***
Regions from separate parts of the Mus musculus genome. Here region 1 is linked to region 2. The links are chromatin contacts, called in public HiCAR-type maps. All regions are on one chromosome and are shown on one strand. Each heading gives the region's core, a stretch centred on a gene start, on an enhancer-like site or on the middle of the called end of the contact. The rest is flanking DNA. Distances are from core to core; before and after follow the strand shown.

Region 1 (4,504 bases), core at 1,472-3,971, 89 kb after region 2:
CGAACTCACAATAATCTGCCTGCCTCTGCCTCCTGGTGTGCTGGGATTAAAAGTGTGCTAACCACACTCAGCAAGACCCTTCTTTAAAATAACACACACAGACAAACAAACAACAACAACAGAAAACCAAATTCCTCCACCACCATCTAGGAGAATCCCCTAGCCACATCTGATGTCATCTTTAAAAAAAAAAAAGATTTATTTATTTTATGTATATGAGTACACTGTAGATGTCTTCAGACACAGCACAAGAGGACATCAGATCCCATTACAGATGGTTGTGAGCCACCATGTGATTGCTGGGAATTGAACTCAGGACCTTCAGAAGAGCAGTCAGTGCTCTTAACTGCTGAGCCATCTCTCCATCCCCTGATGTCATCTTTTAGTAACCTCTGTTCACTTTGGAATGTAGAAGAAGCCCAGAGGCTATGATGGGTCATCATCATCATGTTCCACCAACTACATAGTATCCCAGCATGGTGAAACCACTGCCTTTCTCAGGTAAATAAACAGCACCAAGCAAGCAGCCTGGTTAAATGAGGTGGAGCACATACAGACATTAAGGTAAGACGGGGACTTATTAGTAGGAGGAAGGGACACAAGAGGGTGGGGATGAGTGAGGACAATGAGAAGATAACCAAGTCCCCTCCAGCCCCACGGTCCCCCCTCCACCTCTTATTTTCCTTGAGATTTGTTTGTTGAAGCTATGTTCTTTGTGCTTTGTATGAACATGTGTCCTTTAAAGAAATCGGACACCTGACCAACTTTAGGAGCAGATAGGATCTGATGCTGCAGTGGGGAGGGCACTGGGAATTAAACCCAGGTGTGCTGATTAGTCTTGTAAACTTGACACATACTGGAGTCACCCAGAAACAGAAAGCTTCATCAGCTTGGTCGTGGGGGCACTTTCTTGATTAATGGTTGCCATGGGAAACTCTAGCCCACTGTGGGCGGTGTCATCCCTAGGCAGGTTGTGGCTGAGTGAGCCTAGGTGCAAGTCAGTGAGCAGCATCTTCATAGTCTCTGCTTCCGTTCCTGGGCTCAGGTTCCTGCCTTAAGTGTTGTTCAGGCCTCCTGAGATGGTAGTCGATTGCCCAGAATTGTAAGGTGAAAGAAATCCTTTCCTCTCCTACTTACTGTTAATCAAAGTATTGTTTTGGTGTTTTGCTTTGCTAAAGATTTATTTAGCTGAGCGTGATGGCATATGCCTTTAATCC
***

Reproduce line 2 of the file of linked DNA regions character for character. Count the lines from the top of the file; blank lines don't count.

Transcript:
Region 1 (4,504 bases), core at 1,472-3,971, 89 kb after region 2: